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Obviously, there's much cause for joy among the shutterbugs -- yet freelancer Matt Inden, whose image of a slurry bomber falling apart in midair near Pinewood Springs last July was included in the Pulitzer package, feels conflicting emotions. He was paid well by the Rocky for his snapshots (he won't say how much) and has won numerous honors, including a best-in-show bauble from the Colorado Associated Press Editors and Reporters contest, plus first places in spot news at the Atlanta Photojournalism Seminar and the National Headliner Awards. These credits could help him land a plum job at a newspaper, and since he graduated from the Colorado Institute of Art in December, gainful employment might be nice. Inden, though, isn't sure he wants to go into traditional newspaper journalism, and he can't contemplate the good things his photos have brought him without also thinking about the two pilots who died right before his eyes. Even now, he speaks about that scorching day and its aftermath with great difficulty.
An outdoors-lover from Wilmington, Delaware, who moved to Colorado in the late '90s, Inden didn't set out to be a news photographer. When he first starting taking pictures seriously, he concentrated on landscape shots. He's also a writer, and likes the idea of combining words and images in ways that complement each other. This idea inspired him to head to Pinewood Springs with his digital Nikon in tow after hearing about the fire. "I was there maybe an hour and a half or so, just kind of tracking the helicopters and planes," he recalls. "When the accident happened, I guess it was just reacting. I kind of knew what was going on and kind of didn't know. For a couple minutes afterward, I was standing on the side of the road, stunned." The notion that the photos might be newsworthy didn't occur to him at first: "It was a friend of mine who thought of that. He said I had to call somebody about it -- and people were interested."
That's putting it mildly. But Inden is still ambivalent about the subsequent acclaim. "It's weird to me," he says haltingly. "I don't know if [my photos] were for right or wrong."
To make matters that much more awkward, there's been a whispering campaign in some quarters questioning the ethics of including Inden's work in the News's Pulitzer submission. After all, one of his shots was published in the Boulder Daily Camera and aired on Channel 4, a Rocky partner, before any of them appeared in the News. Moreover, the Pulitzer is credited to the paper's staff, of which Inden is not a member. The closest he came to this status was an after-the-fact internship that he remembers as being quite brief. "I was busy with school at the time, so I didn't have a lot of time to give toward it," he says.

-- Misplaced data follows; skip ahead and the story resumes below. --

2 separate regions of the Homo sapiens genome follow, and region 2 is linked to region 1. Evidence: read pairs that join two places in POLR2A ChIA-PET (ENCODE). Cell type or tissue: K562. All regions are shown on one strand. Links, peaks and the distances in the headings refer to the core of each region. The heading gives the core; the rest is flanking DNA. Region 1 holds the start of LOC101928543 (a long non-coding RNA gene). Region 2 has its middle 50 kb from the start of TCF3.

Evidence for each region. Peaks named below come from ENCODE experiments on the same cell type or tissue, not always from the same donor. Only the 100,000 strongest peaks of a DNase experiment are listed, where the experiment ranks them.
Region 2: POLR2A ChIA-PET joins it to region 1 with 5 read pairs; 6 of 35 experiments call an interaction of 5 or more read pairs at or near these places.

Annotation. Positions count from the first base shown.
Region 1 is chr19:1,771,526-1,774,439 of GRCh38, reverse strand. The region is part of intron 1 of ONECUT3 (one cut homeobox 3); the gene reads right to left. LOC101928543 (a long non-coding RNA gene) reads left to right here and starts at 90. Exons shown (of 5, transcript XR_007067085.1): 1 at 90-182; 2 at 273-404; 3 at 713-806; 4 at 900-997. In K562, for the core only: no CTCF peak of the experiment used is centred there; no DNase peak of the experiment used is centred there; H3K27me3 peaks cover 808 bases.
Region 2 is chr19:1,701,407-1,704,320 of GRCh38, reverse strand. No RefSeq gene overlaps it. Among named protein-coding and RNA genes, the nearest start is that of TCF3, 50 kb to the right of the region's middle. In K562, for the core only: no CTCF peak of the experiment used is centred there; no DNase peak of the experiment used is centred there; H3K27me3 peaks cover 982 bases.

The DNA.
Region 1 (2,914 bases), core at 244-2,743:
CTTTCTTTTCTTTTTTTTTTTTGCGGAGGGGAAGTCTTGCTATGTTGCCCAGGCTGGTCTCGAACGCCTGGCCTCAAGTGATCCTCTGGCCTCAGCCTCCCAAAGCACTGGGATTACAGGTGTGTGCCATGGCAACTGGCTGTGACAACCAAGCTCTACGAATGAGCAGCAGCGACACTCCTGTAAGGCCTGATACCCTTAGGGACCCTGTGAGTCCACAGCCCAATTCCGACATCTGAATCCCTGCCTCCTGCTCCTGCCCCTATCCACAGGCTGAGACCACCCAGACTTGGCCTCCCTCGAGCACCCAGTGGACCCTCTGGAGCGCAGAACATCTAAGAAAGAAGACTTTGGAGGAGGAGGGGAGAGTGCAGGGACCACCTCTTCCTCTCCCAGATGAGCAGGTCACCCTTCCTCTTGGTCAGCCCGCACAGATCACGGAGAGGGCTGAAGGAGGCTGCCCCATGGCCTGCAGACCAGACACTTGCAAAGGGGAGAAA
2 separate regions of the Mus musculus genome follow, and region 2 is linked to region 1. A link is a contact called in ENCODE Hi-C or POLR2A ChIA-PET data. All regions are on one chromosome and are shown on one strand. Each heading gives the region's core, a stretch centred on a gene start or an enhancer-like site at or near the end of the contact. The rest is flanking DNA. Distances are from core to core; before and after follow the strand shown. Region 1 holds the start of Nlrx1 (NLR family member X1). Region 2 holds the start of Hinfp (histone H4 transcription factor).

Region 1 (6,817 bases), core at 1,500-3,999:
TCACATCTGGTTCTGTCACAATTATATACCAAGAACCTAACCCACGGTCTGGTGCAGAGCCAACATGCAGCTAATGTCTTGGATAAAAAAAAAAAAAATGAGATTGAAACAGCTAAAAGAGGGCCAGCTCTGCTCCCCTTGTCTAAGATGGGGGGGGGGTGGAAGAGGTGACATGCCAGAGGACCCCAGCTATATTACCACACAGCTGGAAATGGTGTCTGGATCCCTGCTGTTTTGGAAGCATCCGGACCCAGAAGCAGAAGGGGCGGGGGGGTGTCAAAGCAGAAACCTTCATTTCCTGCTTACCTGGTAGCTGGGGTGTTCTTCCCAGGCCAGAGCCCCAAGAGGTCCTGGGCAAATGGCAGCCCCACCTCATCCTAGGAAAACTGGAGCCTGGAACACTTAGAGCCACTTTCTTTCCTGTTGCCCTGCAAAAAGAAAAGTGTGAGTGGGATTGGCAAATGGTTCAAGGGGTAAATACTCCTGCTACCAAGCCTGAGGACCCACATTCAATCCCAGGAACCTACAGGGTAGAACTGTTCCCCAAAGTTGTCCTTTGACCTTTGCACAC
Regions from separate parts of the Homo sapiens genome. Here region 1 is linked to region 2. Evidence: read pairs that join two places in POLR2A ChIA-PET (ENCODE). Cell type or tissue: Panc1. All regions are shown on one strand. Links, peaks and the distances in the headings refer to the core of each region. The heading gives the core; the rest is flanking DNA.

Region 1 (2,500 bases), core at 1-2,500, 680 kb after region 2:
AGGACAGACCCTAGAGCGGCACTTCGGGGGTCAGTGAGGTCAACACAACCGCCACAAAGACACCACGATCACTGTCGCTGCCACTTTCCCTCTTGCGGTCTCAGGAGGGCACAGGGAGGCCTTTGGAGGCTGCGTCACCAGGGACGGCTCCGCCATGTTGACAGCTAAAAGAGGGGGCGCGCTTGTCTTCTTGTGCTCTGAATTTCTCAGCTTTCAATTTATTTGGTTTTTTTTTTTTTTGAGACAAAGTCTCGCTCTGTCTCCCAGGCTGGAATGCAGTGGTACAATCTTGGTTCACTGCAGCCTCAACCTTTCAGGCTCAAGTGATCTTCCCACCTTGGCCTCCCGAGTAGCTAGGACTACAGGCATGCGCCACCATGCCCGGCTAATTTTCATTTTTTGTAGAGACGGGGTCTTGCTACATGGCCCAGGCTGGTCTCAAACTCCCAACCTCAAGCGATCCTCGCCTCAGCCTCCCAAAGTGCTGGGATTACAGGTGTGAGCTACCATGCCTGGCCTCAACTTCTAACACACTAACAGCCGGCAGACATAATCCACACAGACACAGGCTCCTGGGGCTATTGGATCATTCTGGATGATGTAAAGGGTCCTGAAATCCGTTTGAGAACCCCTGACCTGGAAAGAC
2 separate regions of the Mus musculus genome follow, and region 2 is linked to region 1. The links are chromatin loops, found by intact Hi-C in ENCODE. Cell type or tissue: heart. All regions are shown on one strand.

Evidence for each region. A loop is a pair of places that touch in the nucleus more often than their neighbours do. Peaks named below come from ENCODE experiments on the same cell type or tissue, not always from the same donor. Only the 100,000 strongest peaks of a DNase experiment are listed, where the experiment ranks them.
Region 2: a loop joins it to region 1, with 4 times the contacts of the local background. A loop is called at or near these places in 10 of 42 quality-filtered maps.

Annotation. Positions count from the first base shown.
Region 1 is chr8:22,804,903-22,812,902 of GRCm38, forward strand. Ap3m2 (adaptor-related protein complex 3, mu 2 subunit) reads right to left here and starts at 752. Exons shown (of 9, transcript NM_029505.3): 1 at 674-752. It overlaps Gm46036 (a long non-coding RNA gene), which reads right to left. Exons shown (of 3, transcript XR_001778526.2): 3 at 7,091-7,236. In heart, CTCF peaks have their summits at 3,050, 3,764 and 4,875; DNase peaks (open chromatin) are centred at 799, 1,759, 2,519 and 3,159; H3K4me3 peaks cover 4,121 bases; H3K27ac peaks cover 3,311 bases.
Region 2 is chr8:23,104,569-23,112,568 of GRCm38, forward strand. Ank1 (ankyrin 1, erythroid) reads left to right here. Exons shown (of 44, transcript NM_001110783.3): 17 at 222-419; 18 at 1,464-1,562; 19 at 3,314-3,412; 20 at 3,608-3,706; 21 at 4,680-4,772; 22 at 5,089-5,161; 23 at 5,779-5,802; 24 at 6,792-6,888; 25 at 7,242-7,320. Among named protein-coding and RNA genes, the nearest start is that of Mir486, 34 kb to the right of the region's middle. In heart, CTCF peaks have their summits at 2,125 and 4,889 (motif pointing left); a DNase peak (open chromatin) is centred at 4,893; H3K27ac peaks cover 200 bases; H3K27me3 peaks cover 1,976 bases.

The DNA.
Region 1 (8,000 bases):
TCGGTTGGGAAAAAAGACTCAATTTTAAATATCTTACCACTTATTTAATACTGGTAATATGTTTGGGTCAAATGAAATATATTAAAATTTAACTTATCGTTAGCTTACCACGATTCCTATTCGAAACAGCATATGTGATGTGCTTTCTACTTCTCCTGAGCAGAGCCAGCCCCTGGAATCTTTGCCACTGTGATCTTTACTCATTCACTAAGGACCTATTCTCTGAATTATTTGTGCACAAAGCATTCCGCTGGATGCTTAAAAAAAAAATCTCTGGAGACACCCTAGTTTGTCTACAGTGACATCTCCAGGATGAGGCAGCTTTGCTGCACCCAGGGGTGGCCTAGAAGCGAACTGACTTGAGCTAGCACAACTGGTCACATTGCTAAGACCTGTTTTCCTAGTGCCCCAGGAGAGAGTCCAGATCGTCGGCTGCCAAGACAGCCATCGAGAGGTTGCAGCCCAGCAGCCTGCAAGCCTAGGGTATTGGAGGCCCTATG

No one at the News refutes these particulars; indeed, most of them were included in a July 20, 2002, article about Inden that ran alongside a photo sequence showing the air tanker breaking up. Then again, nothing that took place seems to be a technical violation of Pulitzer rules. For one thing, the News, which purchased the rights to Inden's photos when given the chance, forwarded to the Pulitzer committee a different shot than the one published first in the Camera. "We ran the photo that appeared in the Camera small later on, but that wasn't the best image. We submitted the best one," Temple says. "It was ours exclusively." Because the Camera also ran a series of Inden shots (four in total) on July 20, complete with a credit line reading "Special to the Camera," the exclusivity claim can be debated. Still, the News's submission wasn't among these photos, either. It's ever so slightly different -- perhaps a frame or two away.
On top of that, the Pulitzers don't prohibit newspapers from including photos purchased from freelancers in a staff submission. Sig Gissler, the administrator of the Pulitzer Prizes, says the New York Times collective that won the Pulitzer for its 9/11 photos consisted of nine staffers and five freelancers. He adds that the Times also earned a Pulitzer in 1994 for a single image taken by late South African freelance photojournalist Kevin Carter. Titled "Waiting Game," it pictured a desperately ill Sudanese child with a vulture in the background.
"It's no different than a stringer contributing to a story, or a witness to an incident writing something that's included in a package," Gissler says. "The main thing is that it's published by the paper that's responsible for the work. Then there's no problem with submitting it as part of the paper's entry."
Such details haven't entirely squelched gossip about the News's latest Pulitzer -- rumors so bothersome to Janet Reeves, the paper's director of photography, that she wouldn't discuss them here. For his part, Temple doesn't want a mini-controversy to overshadow the efforts of other contributing photographers, whose work was certainly prize-worthy. Neither does he wish to imply that the News has taken Inden for granted. He says the paper helped him sell some of the images to Sygma, a photo syndicator, provided him with the internship, and invited him to award presentations. Temple sees Inden as "really an amazing story -- a guy who, with one series of photographs that he got because he was in the right place at the right time, has earned national recognition."